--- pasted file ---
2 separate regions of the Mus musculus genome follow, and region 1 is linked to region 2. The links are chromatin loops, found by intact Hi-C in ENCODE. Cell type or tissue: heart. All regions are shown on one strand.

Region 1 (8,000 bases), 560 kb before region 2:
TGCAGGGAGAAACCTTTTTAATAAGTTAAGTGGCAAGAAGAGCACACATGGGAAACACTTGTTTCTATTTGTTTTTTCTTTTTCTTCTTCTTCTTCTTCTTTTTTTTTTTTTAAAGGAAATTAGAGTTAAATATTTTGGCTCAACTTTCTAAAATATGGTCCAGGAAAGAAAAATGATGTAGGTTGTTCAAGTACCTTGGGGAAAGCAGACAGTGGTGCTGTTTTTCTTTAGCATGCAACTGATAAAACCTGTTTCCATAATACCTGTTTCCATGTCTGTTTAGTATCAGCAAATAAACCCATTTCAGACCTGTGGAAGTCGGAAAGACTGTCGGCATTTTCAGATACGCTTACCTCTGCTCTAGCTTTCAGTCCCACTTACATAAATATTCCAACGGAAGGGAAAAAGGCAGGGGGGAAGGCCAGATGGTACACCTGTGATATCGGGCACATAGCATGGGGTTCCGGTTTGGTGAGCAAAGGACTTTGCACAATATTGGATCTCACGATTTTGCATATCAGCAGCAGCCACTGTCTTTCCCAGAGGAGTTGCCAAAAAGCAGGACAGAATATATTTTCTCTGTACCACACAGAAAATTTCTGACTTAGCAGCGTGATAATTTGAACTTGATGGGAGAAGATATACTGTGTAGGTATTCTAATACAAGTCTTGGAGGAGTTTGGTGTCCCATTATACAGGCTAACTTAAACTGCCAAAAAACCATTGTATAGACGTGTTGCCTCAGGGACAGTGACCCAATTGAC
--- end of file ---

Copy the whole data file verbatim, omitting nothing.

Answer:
2 separate regions of the Mus musculus genome follow, and region 1 is linked to region 2. The links are chromatin loops, found by intact Hi-C in ENCODE. Cell type or tissue: heart. All regions are shown on one strand.

Region 1 (8,000 bases), 560 kb before region 2:
TGCAGGGAGAAACCTTTTTAATAAGTTAAGTGGCAAGAAGAGCACACATGGGAAACACTTGTTTCTATTTGTTTTTTCTTTTTCTTCTTCTTCTTCTTCTTTTTTTTTTTTTAAAGGAAATTAGAGTTAAATATTTTGGCTCAACTTTCTAAAATATGGTCCAGGAAAGAAAAATGATGTAGGTTGTTCAAGTACCTTGGGGAAAGCAGACAGTGGTGCTGTTTTTCTTTAGCATGCAACTGATAAAACCTGTTTCCATAATACCTGTTTCCATGTCTGTTTAGTATCAGCAAATAAACCCATTTCAGACCTGTGGAAGTCGGAAAGACTGTCGGCATTTTCAGATACGCTTACCTCTGCTCTAGCTTTCAGTCCCACTTACATAAATATTCCAACGGAAGGGAAAAAGGCAGGGGGGAAGGCCAGATGGTACACCTGTGATATCGGGCACATAGCATGGGGTTCCGGTTTGGTGAGCAAAGGACTTTGCACAATATTGGATCTCACGATTTTGCATATCAGCAGCAGCCACTGTCTTTCCCAGAGGAGTTGCCAAAAAGCAGGACAGAATATATTTTCTCTGTACCACACAGAAAATTTCTGACTTAGCAGCGTGATAATTTGAACTTGATGGGAGAAGATATACTGTGTAGGTATTCTAATACAAGTCTTGGAGGAGTTTGGTGTCCCATTATACAGGCTAACTTAAACTGCCAAAAAACCATTGTATAGACGTGTTGCCTCAGGGACAGTGACCCAATTGAC